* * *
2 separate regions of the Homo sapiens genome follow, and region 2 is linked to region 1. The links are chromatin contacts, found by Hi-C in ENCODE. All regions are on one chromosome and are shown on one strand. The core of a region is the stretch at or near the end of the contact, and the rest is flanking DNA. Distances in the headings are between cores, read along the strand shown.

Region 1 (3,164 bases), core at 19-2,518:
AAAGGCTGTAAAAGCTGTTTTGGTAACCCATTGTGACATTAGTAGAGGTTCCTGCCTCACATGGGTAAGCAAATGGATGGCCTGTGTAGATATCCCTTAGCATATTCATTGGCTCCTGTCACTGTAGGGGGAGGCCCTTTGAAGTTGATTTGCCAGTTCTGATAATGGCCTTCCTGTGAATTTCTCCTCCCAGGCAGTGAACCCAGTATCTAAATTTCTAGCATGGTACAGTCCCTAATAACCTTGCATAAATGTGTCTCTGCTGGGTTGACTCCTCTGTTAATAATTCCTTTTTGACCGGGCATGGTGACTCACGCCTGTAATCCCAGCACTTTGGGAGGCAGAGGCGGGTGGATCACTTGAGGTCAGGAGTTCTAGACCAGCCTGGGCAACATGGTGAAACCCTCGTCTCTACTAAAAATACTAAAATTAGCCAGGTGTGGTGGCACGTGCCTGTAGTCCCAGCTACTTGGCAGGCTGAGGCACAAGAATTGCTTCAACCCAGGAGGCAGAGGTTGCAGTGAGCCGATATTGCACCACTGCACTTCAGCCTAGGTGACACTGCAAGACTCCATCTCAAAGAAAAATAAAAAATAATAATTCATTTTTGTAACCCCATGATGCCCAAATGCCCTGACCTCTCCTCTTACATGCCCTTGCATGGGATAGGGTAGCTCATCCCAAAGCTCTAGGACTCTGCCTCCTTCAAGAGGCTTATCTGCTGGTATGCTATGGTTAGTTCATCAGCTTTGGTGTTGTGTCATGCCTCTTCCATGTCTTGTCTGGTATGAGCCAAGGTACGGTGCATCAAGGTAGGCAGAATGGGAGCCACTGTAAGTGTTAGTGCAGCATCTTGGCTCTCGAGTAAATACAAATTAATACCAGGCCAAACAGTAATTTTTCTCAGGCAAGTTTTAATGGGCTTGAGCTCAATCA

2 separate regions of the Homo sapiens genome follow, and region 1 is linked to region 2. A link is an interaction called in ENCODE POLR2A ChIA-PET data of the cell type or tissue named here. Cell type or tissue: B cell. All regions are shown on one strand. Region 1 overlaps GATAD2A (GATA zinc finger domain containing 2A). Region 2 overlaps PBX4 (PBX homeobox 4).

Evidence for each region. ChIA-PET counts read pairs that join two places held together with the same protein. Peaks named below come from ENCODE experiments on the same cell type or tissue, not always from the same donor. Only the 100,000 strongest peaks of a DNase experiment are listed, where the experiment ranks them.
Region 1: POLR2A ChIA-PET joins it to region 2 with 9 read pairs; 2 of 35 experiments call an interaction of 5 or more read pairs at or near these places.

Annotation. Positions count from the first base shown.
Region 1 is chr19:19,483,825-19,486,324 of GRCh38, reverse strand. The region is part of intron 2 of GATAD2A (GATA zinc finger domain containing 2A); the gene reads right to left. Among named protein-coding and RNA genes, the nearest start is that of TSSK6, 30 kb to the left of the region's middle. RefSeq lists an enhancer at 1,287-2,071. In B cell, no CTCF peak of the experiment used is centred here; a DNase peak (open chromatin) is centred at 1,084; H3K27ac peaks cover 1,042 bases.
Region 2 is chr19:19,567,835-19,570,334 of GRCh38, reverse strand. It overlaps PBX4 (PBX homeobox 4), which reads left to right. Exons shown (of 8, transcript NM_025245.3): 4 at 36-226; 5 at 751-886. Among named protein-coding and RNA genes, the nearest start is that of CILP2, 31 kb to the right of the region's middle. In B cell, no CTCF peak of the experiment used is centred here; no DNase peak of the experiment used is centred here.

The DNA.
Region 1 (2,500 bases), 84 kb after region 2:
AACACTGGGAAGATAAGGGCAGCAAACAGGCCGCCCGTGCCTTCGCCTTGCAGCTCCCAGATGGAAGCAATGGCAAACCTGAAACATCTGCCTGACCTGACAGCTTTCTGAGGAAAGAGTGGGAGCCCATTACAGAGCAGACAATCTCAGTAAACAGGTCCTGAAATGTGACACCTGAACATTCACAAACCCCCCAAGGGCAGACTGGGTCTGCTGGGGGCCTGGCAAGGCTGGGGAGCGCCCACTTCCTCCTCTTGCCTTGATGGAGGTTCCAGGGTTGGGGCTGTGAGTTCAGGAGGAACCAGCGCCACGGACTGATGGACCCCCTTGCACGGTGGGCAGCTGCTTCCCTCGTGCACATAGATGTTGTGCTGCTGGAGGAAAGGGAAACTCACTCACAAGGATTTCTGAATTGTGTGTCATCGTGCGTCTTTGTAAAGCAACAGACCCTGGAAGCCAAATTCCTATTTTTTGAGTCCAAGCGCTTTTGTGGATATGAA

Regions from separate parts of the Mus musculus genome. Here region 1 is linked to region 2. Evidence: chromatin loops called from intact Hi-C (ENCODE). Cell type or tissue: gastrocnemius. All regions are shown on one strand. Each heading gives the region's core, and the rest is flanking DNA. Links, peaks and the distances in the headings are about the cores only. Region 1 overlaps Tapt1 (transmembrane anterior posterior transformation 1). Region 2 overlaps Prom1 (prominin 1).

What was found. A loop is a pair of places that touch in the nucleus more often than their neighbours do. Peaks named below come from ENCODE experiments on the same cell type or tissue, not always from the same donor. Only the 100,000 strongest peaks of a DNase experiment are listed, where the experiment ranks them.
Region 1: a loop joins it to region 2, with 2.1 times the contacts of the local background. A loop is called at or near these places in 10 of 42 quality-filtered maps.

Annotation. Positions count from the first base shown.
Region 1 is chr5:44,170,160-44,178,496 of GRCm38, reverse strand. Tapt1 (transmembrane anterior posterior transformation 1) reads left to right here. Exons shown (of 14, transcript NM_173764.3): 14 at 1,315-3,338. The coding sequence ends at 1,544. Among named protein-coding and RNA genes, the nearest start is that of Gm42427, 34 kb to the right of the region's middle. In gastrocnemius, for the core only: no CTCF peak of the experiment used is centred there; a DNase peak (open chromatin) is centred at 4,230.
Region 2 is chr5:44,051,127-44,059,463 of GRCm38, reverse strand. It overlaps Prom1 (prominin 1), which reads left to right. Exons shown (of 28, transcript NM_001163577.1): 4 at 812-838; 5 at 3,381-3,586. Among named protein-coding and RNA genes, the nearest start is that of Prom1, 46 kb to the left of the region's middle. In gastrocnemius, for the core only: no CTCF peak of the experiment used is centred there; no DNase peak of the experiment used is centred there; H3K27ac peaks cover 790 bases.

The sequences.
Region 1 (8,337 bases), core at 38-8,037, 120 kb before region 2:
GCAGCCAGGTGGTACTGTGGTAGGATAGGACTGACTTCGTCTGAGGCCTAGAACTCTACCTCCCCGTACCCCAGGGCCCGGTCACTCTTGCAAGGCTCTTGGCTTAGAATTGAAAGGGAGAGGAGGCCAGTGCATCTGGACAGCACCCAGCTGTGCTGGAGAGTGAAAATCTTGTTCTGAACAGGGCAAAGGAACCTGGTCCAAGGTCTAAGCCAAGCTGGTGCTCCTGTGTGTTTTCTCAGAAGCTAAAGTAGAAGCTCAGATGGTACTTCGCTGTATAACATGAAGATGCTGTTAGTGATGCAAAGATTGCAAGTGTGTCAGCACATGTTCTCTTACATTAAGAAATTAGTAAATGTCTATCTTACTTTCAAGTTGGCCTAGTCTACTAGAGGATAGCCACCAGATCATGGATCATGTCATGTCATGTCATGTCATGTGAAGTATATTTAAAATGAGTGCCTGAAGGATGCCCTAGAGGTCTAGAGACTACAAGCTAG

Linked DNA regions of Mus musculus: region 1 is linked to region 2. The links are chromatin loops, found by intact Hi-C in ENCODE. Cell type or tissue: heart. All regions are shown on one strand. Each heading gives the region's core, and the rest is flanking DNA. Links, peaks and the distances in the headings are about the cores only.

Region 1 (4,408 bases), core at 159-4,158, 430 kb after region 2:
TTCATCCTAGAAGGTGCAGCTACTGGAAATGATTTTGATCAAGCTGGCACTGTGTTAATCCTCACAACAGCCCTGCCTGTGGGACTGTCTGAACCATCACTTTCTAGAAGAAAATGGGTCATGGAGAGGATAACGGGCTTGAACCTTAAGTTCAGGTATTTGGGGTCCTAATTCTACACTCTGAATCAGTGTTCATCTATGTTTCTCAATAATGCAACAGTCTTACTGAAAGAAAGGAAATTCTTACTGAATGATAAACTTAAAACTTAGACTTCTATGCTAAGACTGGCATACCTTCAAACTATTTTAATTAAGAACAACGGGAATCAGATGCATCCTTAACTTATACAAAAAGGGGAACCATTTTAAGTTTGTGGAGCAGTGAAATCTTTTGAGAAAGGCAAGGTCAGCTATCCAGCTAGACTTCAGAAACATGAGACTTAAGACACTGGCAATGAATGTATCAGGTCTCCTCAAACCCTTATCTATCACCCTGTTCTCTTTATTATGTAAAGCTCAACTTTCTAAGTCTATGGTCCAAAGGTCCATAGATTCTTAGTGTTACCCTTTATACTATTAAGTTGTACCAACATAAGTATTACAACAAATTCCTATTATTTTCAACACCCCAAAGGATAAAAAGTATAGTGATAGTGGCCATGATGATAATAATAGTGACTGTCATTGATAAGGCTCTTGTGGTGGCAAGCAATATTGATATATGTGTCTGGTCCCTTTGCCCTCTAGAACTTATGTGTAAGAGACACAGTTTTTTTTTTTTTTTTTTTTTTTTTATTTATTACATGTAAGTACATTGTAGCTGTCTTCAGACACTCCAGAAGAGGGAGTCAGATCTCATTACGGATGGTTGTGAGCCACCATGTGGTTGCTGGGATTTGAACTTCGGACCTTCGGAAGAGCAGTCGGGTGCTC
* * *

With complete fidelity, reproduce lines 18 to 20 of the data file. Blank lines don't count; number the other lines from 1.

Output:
Region 2 is chr5:44,051,127-44,059,463 of GRCm38, reverse strand. It overlaps Prom1 (prominin 1), which reads left to right. Exons shown (of 28, transcript NM_001163577.1): 4 at 812-838; 5 at 3,381-3,586. Among named protein-coding and RNA genes, the nearest start is that of Prom1, 46 kb to the left of the region's middle. In gastrocnemius, for the core only: no CTCF peak of the experiment used is centred there; no DNase peak of the experiment used is centred there; H3K27ac peaks cover 790 bases.

The sequences.
Region 1 (8,337 bases), core at 38-8,037, 120 kb before region 2: